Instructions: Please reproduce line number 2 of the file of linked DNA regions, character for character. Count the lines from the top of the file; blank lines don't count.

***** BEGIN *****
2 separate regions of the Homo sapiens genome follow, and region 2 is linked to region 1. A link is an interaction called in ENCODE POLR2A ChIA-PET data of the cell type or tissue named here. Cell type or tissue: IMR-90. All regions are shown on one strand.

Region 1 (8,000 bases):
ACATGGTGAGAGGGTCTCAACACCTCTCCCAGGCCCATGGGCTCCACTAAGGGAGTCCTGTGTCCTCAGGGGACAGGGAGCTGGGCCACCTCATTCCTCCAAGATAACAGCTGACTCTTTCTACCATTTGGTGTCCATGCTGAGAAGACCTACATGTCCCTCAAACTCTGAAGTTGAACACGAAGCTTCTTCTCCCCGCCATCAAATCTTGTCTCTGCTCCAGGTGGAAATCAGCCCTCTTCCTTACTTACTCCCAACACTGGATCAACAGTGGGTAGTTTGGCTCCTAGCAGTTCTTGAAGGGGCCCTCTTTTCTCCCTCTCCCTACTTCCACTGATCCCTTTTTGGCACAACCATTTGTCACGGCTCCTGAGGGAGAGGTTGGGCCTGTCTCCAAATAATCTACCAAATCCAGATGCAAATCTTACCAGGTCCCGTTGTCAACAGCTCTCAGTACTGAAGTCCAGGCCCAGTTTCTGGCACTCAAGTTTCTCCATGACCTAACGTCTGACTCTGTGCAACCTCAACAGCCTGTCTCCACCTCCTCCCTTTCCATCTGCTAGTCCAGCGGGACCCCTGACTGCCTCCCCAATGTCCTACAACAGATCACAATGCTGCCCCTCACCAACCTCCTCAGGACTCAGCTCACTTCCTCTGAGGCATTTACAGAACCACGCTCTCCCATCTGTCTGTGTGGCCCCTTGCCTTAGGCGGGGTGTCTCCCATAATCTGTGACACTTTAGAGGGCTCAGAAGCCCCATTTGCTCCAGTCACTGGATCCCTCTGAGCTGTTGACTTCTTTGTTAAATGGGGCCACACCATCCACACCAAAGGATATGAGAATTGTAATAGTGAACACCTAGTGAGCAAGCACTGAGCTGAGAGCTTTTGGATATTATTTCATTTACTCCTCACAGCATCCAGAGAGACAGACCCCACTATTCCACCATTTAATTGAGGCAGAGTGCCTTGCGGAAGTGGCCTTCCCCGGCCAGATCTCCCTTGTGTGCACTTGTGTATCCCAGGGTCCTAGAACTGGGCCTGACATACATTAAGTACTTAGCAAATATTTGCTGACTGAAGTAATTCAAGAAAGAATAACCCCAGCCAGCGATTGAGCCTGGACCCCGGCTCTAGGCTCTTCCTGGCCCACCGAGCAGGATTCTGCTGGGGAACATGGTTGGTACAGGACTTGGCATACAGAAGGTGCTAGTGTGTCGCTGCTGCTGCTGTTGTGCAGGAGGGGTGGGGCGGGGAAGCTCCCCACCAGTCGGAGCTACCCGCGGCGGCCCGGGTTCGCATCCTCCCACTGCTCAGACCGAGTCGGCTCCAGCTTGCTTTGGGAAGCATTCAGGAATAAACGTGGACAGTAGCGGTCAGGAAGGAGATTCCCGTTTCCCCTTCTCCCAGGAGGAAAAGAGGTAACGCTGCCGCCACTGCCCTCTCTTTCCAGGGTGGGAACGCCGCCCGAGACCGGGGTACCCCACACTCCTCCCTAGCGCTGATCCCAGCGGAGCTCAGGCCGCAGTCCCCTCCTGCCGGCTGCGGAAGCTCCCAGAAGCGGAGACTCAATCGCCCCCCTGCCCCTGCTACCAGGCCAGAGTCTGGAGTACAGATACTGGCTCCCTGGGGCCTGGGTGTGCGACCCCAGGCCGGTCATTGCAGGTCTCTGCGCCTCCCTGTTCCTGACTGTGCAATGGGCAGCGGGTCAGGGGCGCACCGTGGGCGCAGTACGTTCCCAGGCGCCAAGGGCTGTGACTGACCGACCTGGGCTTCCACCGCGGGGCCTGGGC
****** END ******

Region 1 (8,000 bases):